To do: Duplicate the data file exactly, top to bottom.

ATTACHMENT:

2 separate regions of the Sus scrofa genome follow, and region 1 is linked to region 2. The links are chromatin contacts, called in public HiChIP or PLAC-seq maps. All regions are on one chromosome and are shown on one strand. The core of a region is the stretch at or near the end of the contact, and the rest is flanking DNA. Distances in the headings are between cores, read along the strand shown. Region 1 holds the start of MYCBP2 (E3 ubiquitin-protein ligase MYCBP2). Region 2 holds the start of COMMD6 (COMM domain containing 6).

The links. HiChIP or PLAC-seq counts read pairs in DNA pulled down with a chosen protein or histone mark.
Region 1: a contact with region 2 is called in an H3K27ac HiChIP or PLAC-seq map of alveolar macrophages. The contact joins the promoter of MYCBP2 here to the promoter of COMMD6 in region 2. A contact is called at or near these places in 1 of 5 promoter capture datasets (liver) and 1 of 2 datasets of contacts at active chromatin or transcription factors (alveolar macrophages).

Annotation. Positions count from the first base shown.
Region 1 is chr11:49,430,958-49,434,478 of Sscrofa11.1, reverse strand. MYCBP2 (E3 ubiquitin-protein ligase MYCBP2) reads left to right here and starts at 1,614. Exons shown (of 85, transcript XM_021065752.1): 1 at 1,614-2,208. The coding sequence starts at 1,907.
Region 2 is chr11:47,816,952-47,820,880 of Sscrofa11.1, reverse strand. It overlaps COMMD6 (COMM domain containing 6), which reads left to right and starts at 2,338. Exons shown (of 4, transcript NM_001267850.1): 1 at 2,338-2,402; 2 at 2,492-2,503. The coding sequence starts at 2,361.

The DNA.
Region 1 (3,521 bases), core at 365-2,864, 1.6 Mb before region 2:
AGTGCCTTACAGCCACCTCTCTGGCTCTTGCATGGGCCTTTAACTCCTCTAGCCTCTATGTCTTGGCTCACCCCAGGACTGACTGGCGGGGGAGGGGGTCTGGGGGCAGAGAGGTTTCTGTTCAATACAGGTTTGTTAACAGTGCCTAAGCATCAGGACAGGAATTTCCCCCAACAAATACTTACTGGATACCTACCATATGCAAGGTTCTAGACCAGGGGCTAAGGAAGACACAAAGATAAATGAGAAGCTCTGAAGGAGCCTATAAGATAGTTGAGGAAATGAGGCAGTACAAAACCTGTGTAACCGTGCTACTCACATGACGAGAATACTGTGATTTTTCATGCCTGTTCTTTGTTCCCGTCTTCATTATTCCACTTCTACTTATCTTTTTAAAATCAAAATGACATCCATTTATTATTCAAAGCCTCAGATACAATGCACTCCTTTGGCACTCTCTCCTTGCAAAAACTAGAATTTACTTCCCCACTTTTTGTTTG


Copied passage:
2 separate regions of the Sus scrofa genome follow, and region 1 is linked to region 2. The links are chromatin contacts, called in public HiChIP or PLAC-seq maps. All regions are on one chromosome and are shown on one strand. The core of a region is the stretch at or near the end of the contact, and the rest is flanking DNA. Distances in the headings are between cores, read along the strand shown. Region 1 holds the start of MYCBP2 (E3 ubiquitin-protein ligase MYCBP2). Region 2 holds the start of COMMD6 (COMM domain containing 6).

The links. HiChIP or PLAC-seq counts read pairs in DNA pulled down with a chosen protein or histone mark.
Region 1: a contact with region 2 is called in an H3K27ac HiChIP or PLAC-seq map of alveolar macrophages. The contact joins the promoter of MYCBP2 here to the promoter of COMMD6 in region 2. A contact is called at or near these places in 1 of 5 promoter capture datasets (liver) and 1 of 2 datasets of contacts at active chromatin or transcription factors (alveolar macrophages).

Annotation. Positions count from the first base shown.
Region 1 is chr11:49,430,958-49,434,478 of Sscrofa11.1, reverse strand. MYCBP2 (E3 ubiquitin-protein ligase MYCBP2) reads left to right here and starts at 1,614. Exons shown (of 85, transcript XM_021065752.1): 1 at 1,614-2,208. The coding sequence starts at 1,907.
Region 2 is chr11:47,816,952-47,820,880 of Sscrofa11.1, reverse strand. It overlaps COMMD6 (COMM domain containing 6), which reads left to right and starts at 2,338. Exons shown (of 4, transcript NM_001267850.1): 1 at 2,338-2,402; 2 at 2,492-2,503. The coding sequence starts at 2,361.

The DNA.
Region 1 (3,521 bases), core at 365-2,864, 1.6 Mb before region 2:
AGTGCCTTACAGCCACCTCTCTGGCTCTTGCATGGGCCTTTAACTCCTCTAGCCTCTATGTCTTGGCTCACCCCAGGACTGACTGGCGGGGGAGGGGGTCTGGGGGCAGAGAGGTTTCTGTTCAATACAGGTTTGTTAACAGTGCCTAAGCATCAGGACAGGAATTTCCCCCAACAAATACTTACTGGATACCTACCATATGCAAGGTTCTAGACCAGGGGCTAAGGAAGACACAAAGATAAATGAGAAGCTCTGAAGGAGCCTATAAGATAGTTGAGGAAATGAGGCAGTACAAAACCTGTGTAACCGTGCTACTCACATGACGAGAATACTGTGATTTTTCATGCCTGTTCTTTGTTCCCGTCTTCATTATTCCACTTCTACTTATCTTTTTAAAATCAAAATGACATCCATTTATTATTCAAAGCCTCAGATACAATGCACTCCTTTGGCACTCTCTCCTTGCAAAAACTAGAATTTACTTCCCCACTTTTTGTTTG